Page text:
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Wisconsin v. Weinberger

Citation: 14 ELR 20524
No. No. 83-C-672-C, 582 F. Supp. 1489/20 ERC 1871/(W.D. Wis., 04/05/1984) Reconsideration & stay denied

The court holds that it may not weigh national security factors against environmental factors in deciding whether to enjoin ongoing violations of the National Environmental Policy Act (NEPA) associated with the Navy's extremely low frequency (ELF) submarine communications project. The court rules that because Congress imposed the NEPA decisionmaking process on agencies (including the Department of Defense), thereby deciding the order of priorities, the court has no freedom to weigh national priorities in the traditional equitable balance before issuing the injunction. Unlike the aim of the Federal Water Pollution Control Act, the purpose of NEPA can only be served by preventing agency action until the mandated decisionmaking process has occurred. Further, the court rules that there is a presumption that actions in violation of NEPA should be enjoined until the requirements of the Act are met. The presumption may be overcome by a showing that an injunction is not necessary either because the violation is technical or because the agency will not commit itself to a course of action before the statement is filed. The court, therefore, stands by its prior ruling, 14 ELR 20407, that the Navy be enjoined from pursuing its new ELF project until NEPA is satisfied.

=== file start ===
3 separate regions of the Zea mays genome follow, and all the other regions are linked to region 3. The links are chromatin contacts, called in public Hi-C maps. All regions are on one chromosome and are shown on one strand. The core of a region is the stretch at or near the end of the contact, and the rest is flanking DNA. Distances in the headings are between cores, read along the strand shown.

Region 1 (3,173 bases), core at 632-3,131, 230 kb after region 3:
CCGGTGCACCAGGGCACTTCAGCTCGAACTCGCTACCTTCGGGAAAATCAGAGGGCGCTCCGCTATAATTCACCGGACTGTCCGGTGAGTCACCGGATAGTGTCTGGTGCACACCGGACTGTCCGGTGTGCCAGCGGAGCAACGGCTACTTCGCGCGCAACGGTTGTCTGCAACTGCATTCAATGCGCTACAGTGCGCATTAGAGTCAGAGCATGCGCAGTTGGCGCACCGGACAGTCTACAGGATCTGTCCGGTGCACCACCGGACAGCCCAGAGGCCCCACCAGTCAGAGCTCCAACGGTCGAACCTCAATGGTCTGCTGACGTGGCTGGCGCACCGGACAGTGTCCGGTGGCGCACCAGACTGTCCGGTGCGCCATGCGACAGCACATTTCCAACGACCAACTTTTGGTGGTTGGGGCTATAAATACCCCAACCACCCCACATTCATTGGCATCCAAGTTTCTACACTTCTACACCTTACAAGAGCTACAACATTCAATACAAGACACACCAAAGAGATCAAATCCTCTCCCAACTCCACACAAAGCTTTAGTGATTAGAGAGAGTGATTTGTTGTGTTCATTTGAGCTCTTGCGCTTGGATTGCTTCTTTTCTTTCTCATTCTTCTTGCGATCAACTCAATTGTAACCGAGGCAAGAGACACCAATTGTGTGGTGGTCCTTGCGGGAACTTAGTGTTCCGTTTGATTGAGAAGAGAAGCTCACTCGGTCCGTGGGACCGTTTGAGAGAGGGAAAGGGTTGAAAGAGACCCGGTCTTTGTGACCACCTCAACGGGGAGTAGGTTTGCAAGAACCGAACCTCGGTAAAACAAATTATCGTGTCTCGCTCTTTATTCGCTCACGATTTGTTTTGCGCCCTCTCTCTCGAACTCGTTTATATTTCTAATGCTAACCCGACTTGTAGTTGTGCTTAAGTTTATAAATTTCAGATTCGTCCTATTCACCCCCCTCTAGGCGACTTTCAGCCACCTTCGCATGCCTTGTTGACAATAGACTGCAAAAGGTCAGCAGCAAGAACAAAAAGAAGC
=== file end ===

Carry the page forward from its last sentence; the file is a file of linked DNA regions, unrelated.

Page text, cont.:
The court clarifies its injunction order, however, by holding that the Navy may continue to operate its existing ELF facility in Wisconsin. Relief under NEPA should be framed to preserve the widest freedom of choice for the agency. In the instant case, the Navy failed to prepare a supplemental environmental impact statement, which is required by 40 C.F.R. § 1502.9(c)(1)(ii) because of significant new information about environmental consequences and is meant to assist the agency in deciding whether to continue the action in light of the new information. An injunction would force the agency to discontinue its action before it could consider the new information. The plaintiffs offered no compelling evidence that continued operation of the existing facility would have an immediate adverse environmental impact.

The court grants defendants' motion for reconsideration, denies defendants' motion to vacate the injunction, denies defendants' alternative motion for a stay of the injunction pending appeal, and grants plaintiffs' motion for clarification.

Counsel are listed at 14 ELR 20407.